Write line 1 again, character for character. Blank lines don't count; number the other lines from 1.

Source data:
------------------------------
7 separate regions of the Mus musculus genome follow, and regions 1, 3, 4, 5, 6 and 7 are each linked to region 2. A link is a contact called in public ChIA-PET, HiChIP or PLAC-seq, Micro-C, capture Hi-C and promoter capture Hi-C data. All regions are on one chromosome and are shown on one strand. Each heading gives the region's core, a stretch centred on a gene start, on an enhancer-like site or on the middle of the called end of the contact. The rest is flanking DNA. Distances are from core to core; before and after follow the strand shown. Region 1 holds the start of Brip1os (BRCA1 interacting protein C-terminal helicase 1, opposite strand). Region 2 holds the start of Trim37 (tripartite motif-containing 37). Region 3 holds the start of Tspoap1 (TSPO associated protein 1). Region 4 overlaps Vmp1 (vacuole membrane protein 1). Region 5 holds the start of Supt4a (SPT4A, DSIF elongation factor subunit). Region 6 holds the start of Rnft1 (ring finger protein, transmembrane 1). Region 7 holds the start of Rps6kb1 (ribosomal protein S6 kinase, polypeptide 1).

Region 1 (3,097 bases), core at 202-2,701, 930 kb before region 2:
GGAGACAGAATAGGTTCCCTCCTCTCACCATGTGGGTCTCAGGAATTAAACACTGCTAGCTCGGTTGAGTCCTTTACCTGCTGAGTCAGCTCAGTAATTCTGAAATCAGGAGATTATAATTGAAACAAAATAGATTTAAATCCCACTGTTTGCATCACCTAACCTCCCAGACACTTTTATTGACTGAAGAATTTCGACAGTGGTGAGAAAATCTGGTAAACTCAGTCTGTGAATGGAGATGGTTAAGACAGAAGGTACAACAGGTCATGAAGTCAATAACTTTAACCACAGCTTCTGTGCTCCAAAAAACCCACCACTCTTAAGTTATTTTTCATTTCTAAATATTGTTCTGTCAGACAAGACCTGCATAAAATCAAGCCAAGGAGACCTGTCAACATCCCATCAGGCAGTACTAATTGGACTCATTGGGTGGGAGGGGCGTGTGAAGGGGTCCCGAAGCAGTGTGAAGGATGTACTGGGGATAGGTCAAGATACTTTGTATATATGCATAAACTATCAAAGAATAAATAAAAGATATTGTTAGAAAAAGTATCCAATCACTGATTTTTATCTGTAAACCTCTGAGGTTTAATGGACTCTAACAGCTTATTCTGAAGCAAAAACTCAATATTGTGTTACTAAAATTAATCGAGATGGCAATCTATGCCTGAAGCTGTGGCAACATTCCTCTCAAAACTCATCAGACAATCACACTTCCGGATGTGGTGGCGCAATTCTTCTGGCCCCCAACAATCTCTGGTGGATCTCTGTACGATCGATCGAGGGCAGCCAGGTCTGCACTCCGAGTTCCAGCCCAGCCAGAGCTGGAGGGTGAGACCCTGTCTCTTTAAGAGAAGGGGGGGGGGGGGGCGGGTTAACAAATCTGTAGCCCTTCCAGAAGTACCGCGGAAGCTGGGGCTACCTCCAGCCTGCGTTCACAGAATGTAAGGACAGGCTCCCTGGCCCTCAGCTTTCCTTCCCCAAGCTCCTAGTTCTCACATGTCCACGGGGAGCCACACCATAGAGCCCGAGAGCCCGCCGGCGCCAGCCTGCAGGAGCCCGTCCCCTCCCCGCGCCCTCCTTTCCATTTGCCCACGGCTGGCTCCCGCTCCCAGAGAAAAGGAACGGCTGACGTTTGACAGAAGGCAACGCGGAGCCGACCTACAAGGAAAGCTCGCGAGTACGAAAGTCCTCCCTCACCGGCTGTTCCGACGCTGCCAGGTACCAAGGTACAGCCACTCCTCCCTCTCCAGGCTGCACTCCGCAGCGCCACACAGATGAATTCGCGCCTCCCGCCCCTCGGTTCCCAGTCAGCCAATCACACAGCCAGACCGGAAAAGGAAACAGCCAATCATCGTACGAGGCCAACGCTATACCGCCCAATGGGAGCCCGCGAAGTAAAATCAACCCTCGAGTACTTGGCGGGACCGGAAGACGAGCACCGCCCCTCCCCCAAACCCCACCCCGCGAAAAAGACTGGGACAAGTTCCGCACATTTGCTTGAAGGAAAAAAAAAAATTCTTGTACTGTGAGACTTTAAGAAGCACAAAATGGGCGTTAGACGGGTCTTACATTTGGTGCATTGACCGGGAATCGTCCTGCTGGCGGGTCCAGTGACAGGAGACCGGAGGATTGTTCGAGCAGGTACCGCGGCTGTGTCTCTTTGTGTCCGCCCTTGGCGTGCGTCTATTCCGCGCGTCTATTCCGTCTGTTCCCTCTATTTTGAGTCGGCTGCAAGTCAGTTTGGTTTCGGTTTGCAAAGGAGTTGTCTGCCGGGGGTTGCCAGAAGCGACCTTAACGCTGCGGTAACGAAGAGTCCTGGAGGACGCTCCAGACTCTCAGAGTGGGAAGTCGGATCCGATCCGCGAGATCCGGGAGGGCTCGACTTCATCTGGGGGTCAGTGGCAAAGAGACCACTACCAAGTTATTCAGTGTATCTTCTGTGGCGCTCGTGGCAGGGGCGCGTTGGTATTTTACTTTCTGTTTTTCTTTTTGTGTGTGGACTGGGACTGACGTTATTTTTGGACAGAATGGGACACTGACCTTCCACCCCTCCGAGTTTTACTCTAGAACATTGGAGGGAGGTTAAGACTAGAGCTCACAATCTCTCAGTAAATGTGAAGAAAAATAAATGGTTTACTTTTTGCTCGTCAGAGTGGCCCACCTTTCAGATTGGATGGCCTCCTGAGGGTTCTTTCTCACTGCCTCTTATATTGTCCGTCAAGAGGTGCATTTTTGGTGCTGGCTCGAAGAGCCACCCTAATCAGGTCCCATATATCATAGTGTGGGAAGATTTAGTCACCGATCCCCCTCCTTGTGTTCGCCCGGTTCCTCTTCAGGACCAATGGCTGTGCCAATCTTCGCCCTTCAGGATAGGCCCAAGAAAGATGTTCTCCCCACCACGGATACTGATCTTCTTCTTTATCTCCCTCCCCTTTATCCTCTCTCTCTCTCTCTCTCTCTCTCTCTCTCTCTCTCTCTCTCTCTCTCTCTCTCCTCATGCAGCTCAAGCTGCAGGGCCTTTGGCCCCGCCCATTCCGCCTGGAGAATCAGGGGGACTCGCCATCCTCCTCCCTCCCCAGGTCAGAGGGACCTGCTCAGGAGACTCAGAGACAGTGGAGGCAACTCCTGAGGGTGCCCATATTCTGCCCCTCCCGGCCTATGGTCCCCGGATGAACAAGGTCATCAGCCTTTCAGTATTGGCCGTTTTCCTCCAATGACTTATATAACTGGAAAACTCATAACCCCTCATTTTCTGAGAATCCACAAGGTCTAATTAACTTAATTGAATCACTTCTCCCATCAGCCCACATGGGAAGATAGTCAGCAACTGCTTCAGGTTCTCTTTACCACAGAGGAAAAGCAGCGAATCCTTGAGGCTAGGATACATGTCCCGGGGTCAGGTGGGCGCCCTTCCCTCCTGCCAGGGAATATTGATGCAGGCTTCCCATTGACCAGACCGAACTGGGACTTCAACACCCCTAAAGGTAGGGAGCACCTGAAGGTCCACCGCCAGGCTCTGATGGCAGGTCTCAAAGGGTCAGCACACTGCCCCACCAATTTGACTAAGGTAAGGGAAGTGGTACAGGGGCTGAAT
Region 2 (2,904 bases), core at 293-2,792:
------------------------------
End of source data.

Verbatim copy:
7 separate regions of the Mus musculus genome follow, and regions 1, 3, 4, 5, 6 and 7 are each linked to region 2. A link is a contact called in public ChIA-PET, HiChIP or PLAC-seq, Micro-C, capture Hi-C and promoter capture Hi-C data. All regions are on one chromosome and are shown on one strand. Each heading gives the region's core, a stretch centred on a gene start, on an enhancer-like site or on the middle of the called end of the contact. The rest is flanking DNA. Distances are from core to core; before and after follow the strand shown. Region 1 holds the start of Brip1os (BRCA1 interacting protein C-terminal helicase 1, opposite strand). Region 2 holds the start of Trim37 (tripartite motif-containing 37). Region 3 holds the start of Tspoap1 (TSPO associated protein 1). Region 4 overlaps Vmp1 (vacuole membrane protein 1). Region 5 holds the start of Supt4a (SPT4A, DSIF elongation factor subunit). Region 6 holds the start of Rnft1 (ring finger protein, transmembrane 1). Region 7 holds the start of Rps6kb1 (ribosomal protein S6 kinase, polypeptide 1).